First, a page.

‘A Late Snow’ to promote self-discovery and equality


Ellie (Haley Roberts), Pat (Katelynn Zeluf) and Margo (Emi Kniffin) talk about their past roommates during the final rehearsal for "A Late Snow" on April 19 in Rice Auditorium. Image by Shelby Stephens.

Story by Angela Bober, Writer

The Baker University Theatre Department will perform its production of “A Late Snow” by Jane Chambers this week. Performances will be Thursday, Friday and Saturday at 7:30 p.m. and Sunday at 2 p.m.

The play revolves around five lesbian women who are stranded in a cabin. A wild twist is that the women are all former, present or possibly future lovers of the main character, Ellie, a college professor.

“[The show is] a lot about discovery of yourself in how you want to live your life now,” Instructor of Theatre Patti Heiman, the play’s director, said. “Everybody in the play makes some sort of discover. It’s about a journey for all five women.”

Heiman said she chose the play because it is a voice for all people. The department performed another play by Jane Chambers, “Last Summer at Bluefish Cove,” a few years ago, and Heiman said that all involved loved Chambers’ writing style.

“The playwright has won many awards because she was a leader in writing for the gay community before people really talked about it,” Heiman said. “She was a voice then that still rings true for today.”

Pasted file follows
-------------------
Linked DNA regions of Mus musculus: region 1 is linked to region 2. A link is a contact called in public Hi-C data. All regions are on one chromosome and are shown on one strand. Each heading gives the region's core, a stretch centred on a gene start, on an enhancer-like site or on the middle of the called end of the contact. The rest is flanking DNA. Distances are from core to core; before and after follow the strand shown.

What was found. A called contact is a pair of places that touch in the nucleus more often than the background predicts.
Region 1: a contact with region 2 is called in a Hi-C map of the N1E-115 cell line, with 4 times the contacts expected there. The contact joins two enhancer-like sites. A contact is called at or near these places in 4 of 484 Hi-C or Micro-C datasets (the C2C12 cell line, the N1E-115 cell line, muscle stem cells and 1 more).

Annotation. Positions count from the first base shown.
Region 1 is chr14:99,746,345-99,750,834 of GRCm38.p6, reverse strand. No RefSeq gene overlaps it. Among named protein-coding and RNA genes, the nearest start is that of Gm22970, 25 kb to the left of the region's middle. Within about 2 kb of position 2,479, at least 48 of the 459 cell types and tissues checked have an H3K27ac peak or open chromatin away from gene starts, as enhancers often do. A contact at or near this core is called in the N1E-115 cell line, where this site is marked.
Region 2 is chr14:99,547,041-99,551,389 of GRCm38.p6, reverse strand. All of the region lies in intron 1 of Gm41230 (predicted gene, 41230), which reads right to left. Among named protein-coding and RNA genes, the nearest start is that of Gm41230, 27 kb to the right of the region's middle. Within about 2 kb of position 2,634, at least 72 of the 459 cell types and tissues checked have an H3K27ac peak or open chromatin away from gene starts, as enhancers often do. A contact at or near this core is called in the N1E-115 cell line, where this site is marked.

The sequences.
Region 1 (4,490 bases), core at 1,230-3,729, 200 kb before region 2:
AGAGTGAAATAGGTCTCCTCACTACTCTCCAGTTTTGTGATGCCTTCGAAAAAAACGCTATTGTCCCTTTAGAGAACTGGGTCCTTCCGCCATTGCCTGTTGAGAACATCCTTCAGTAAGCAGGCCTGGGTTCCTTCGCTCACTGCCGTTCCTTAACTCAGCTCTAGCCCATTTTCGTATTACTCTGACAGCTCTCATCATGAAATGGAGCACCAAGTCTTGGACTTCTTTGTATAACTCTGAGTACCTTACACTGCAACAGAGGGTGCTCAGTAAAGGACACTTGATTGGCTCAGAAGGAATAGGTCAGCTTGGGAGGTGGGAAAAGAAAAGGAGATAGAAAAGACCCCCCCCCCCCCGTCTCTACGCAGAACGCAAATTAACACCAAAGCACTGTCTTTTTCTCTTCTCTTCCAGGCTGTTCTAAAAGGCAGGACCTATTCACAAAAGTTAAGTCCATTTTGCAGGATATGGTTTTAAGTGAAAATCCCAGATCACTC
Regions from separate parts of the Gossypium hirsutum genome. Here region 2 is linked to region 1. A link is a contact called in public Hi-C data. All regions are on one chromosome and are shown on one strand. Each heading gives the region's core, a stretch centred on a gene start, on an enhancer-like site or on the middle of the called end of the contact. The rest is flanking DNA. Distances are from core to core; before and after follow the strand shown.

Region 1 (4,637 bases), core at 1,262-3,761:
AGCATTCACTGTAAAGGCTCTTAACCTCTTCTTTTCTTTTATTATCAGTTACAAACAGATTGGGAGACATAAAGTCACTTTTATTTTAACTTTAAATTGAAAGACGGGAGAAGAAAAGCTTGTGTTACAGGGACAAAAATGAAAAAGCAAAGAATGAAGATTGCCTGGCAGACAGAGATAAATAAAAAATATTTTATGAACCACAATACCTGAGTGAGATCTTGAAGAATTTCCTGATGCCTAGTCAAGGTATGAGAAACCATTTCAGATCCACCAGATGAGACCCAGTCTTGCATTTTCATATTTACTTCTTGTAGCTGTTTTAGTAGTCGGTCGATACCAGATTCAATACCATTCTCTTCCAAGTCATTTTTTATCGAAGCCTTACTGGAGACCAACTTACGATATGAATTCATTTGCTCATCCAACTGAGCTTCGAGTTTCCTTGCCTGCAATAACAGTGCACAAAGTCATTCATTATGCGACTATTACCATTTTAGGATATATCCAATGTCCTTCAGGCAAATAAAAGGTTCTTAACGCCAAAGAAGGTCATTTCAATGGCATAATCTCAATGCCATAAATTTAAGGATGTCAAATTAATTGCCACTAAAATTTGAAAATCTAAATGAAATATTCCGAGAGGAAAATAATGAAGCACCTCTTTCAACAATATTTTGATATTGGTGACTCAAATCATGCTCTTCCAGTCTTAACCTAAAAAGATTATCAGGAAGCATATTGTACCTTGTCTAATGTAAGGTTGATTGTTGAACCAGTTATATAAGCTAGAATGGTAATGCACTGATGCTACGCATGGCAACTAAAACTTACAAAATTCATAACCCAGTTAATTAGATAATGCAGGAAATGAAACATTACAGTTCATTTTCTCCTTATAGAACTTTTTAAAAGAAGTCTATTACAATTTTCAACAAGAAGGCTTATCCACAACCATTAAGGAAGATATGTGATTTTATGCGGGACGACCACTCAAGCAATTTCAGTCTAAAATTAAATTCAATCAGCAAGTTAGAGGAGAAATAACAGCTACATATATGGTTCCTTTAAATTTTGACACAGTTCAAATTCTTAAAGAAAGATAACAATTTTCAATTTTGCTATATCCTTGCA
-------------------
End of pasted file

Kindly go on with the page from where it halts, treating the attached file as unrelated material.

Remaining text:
The play’s cast includes Haley Roberts, Emi Kniffin, Alyssa Glover, Katelynn Zeluf and Erynne Jamison.

“I think this is a very accepting campus, so I think it’s a good show to do on a campus like that, even though there’s not a lot of problems with hate or judgment,” junior Haley Roberts, who plays Ellie, said.

Roberts has starred in 10 theater productions in her time at Baker, including “Last Summer at Bluefish Cove.”

“This show is different in the fact that the last show was more about friendship, and this show is more about the characters discovering themselves and discovering their strengths,” Roberts said.

Senior Emi Kniffen, who plays Margo, recommends that audience “go in with an open mind,” because the message of the play is a very important one.

If you are looking for a play about self-understanding, “A Late Snow” will definitely give you that, according to Heiman. She said that the main theme for those in the audience will be “equality.”

“I’m hoping they realize that while we have some differences in life, we are still human beings with the same wants, hopes and desires,” she said.